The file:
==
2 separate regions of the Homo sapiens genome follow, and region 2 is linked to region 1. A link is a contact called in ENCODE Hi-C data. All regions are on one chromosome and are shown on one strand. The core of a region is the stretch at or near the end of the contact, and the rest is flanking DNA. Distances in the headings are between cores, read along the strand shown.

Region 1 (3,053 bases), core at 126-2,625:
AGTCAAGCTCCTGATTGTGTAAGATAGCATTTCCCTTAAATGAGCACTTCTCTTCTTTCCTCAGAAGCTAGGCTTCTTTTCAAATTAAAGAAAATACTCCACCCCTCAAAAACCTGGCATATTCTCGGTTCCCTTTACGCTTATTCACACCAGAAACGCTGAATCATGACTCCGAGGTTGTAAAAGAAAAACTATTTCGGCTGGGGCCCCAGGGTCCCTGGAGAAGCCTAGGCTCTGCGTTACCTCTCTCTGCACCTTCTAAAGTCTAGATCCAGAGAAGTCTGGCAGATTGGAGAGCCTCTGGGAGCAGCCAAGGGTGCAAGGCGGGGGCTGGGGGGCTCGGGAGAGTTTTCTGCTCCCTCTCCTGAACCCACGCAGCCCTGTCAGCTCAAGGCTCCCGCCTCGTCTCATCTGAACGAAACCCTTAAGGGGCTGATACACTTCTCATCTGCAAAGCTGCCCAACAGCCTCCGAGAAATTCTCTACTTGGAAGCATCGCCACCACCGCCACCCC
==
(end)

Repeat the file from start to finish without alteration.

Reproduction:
2 separate regions of the Homo sapiens genome follow, and region 2 is linked to region 1. A link is a contact called in ENCODE Hi-C data. All regions are on one chromosome and are shown on one strand. The core of a region is the stretch at or near the end of the contact, and the rest is flanking DNA. Distances in the headings are between cores, read along the strand shown.

Region 1 (3,053 bases), core at 126-2,625:
AGTCAAGCTCCTGATTGTGTAAGATAGCATTTCCCTTAAATGAGCACTTCTCTTCTTTCCTCAGAAGCTAGGCTTCTTTTCAAATTAAAGAAAATACTCCACCCCTCAAAAACCTGGCATATTCTCGGTTCCCTTTACGCTTATTCACACCAGAAACGCTGAATCATGACTCCGAGGTTGTAAAAGAAAAACTATTTCGGCTGGGGCCCCAGGGTCCCTGGAGAAGCCTAGGCTCTGCGTTACCTCTCTCTGCACCTTCTAAAGTCTAGATCCAGAGAAGTCTGGCAGATTGGAGAGCCTCTGGGAGCAGCCAAGGGTGCAAGGCGGGGGCTGGGGGGCTCGGGAGAGTTTTCTGCTCCCTCTCCTGAACCCACGCAGCCCTGTCAGCTCAAGGCTCCCGCCTCGTCTCATCTGAACGAAACCCTTAAGGGGCTGATACACTTCTCATCTGCAAAGCTGCCCAACAGCCTCCGAGAAATTCTCTACTTGGAAGCATCGCCACCACCGCCACCCC